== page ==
Changing the way that QW is installed, upgraded and runs has been on my to do list for a while now. Specifically the following issues have been cropping up and it’s time they were fixed (spoiler warning, they are in version 2.5.3):
- Having users download and maintain their Java installation. I’m a strong proponent of “your machine, your choice” but with 20/20 hindsight it’s clear that my desire for the end user to manage their own Java installation was a mistake. It causes a number of issues, not least sometimes preventing QW from running because the version is out to date. Future versions of QW will have its own version of Java embedded in it cutting out a plethora of issues.
- Installation permissions, sometimes Windows gets finicky about permissions and install locations. Future versions shouldn’t have this problem, although I can’t guarantee it.
- Upgrades will be simpler. Future versions will use a single installer for initial installations and for the upgrades. This ensures that the Java version QW is using is always correct and that the files QW needs are always present and not in conflict with one another. At the moment the upgrade process has to keep track of what files are no longer needed and remove them when it upgrades. It’s all very messy and painful. The new installer will remove the old installation first to ensure that things are in sync.
- Anti-virus false positives. Every time I release a new version of QW I have to spend a substantial amount of time contacting anti-virus companies to get them to remove the false positive malware mark they impose on the QW installer. This is, I believe, because the current installer contains a .exe file that will download Java for you. The new installer doesn’t have the .exe file so hopefully it won’t be marked as malware.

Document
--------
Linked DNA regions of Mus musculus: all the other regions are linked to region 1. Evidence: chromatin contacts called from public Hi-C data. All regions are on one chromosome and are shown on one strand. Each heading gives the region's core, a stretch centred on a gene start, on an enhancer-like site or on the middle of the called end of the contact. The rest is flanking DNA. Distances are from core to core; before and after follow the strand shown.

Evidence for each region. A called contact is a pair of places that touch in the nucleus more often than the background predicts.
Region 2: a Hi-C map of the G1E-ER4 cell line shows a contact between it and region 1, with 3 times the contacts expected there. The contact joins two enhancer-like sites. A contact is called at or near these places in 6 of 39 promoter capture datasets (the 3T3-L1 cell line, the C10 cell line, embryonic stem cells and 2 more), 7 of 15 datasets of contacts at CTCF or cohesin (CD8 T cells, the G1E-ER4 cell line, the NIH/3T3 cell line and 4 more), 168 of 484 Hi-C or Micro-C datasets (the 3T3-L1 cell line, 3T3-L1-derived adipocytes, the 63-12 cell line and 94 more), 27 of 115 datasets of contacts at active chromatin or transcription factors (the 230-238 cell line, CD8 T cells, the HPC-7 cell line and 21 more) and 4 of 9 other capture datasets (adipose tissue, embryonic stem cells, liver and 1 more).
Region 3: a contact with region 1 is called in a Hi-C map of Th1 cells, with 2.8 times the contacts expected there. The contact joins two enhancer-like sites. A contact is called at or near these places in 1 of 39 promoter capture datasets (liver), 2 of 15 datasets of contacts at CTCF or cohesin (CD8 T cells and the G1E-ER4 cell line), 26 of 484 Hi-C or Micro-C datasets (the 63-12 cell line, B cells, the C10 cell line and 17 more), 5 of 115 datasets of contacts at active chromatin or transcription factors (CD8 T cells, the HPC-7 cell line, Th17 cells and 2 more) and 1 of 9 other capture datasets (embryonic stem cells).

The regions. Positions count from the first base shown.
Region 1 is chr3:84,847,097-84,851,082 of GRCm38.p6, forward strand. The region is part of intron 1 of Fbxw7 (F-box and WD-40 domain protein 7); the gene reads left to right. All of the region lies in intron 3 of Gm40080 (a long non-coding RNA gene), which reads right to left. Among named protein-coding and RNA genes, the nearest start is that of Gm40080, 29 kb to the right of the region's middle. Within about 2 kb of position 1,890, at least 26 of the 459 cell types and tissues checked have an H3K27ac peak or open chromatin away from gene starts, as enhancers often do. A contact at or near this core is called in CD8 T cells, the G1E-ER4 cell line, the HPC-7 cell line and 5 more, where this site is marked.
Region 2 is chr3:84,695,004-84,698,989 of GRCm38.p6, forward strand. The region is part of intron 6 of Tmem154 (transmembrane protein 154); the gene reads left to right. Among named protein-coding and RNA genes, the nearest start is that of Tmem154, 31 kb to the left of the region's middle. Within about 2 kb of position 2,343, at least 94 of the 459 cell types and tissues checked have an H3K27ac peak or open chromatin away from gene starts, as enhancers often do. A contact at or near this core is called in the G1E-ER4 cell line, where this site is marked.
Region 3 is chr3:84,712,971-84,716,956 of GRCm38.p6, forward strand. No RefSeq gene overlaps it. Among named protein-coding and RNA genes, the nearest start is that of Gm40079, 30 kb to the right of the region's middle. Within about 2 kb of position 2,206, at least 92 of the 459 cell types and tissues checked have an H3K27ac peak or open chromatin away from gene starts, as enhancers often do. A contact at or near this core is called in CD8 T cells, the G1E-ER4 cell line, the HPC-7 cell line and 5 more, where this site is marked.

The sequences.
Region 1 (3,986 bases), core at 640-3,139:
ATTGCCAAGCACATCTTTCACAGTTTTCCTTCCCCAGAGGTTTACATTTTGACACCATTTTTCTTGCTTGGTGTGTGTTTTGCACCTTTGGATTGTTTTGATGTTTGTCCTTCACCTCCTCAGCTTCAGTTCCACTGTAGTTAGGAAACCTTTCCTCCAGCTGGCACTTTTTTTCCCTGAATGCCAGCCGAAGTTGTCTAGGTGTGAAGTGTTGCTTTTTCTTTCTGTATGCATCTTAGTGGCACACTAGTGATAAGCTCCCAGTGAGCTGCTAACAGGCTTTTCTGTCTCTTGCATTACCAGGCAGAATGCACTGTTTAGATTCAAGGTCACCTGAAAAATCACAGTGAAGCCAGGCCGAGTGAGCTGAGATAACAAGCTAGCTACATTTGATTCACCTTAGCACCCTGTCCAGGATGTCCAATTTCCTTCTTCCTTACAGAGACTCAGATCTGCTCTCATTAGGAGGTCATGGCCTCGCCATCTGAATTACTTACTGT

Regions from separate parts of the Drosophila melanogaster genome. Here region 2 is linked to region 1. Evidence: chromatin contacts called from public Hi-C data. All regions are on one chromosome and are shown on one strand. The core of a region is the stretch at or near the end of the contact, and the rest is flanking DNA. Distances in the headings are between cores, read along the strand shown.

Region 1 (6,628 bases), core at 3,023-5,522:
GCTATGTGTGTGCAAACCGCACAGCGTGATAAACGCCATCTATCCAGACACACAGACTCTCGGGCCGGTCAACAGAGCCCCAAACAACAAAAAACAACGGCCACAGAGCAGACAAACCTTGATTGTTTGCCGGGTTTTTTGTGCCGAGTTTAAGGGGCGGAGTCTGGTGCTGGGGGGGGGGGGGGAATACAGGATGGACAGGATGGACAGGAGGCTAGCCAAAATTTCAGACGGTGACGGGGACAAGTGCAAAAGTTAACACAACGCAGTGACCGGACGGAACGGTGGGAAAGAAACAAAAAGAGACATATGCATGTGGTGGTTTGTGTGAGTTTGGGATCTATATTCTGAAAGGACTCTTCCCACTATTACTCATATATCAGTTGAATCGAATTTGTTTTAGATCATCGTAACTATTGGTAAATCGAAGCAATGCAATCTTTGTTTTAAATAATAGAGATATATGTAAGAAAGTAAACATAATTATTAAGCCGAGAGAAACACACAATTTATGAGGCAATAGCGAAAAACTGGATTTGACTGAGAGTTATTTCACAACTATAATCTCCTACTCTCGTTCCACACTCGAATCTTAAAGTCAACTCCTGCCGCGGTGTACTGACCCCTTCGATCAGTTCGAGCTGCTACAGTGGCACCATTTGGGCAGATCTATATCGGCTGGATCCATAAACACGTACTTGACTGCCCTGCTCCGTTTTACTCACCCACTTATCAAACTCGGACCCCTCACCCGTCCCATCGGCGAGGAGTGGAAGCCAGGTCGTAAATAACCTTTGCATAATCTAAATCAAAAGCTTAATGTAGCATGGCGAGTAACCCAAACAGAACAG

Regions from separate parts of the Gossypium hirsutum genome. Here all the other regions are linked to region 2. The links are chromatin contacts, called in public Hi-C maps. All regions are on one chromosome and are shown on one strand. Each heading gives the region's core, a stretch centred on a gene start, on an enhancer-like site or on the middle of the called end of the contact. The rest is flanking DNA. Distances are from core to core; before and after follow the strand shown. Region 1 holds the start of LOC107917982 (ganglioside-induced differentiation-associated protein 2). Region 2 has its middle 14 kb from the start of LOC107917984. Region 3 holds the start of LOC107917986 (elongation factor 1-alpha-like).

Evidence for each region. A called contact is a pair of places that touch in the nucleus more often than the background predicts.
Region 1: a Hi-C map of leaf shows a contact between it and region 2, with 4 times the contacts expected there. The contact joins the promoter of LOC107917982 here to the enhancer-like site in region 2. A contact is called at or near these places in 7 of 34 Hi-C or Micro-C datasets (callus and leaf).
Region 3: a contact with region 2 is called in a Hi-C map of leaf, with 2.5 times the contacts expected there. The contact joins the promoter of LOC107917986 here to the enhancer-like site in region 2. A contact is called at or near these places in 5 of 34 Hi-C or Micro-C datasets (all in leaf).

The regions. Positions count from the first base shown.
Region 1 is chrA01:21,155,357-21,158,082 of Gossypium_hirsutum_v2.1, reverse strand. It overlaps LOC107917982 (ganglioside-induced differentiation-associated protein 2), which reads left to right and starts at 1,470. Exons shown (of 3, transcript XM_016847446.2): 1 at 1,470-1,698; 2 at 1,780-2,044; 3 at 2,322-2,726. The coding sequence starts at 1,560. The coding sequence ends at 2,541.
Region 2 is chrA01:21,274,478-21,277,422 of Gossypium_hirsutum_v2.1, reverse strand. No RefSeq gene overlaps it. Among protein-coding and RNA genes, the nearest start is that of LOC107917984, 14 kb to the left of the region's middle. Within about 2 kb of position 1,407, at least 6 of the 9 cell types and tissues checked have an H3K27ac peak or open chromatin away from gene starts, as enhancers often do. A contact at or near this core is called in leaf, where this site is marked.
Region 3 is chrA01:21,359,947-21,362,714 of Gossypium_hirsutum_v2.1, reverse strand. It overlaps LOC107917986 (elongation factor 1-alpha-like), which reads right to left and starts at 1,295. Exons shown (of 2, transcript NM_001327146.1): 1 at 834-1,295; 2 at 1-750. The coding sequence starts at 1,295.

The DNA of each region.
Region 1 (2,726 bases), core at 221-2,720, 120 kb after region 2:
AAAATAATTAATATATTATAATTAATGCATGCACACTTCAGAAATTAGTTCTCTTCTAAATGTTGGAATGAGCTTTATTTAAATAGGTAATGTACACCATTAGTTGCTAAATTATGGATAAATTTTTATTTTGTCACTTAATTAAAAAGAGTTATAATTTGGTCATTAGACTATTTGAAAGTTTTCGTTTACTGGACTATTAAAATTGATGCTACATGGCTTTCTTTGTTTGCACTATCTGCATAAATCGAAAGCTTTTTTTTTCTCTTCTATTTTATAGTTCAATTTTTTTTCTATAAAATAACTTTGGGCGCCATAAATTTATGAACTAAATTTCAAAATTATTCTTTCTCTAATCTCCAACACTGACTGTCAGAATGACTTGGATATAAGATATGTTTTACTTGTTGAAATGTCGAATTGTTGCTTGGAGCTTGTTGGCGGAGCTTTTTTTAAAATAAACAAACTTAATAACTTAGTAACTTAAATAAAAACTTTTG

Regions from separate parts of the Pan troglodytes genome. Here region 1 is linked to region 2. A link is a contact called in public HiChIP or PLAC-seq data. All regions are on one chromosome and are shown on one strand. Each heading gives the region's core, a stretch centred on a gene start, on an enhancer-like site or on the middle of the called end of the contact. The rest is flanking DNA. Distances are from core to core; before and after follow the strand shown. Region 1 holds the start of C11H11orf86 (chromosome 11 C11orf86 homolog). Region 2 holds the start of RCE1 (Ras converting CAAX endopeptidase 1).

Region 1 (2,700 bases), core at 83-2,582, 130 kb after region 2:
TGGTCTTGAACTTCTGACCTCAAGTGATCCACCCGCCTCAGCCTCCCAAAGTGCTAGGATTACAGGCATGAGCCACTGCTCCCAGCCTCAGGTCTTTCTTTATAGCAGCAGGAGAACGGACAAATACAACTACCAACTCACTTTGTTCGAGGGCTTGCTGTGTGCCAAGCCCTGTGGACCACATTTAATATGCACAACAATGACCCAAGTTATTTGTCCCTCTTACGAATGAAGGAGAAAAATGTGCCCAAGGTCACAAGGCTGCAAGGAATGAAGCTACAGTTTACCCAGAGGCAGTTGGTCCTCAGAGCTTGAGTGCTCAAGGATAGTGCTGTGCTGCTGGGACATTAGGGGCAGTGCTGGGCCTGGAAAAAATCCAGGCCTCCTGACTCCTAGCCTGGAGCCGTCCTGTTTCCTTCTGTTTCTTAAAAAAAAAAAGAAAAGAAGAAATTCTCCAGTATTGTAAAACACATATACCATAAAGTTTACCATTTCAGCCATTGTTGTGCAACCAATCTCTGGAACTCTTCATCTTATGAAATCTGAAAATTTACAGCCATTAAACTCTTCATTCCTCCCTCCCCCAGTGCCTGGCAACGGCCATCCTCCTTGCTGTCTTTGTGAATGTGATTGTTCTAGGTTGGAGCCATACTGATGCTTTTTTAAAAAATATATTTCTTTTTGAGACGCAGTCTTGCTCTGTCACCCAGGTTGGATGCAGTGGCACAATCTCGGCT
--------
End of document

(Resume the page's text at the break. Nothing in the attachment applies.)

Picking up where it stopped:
Now these benefits aren’t without a cost, which is that the size of the install/upgrade file will grow substantially due to the inclusion of Java. The current new file is about 63MB in size which is about 25MB bigger than the current installer and about 45MB bigger than the upgrade file. There are also a couple of extra clicks required from you to complete the upgrade. So there is a cost for you the end user (probably in time more than bandwidth) but the bigger cost is for me, I’m not entirely sure how much more this will cost in download allowance from Amazon, time will tell.
My thanks also go out to EJ Technologies who have very kindly given me a free license (since QW is open source) for their excellent install4j multi-platform installer builder which I’m now using to create the installers. As the name says they also support Linux and Mac so once I’m happy that QW runs on those platforms I should be able to create native installers for them as well.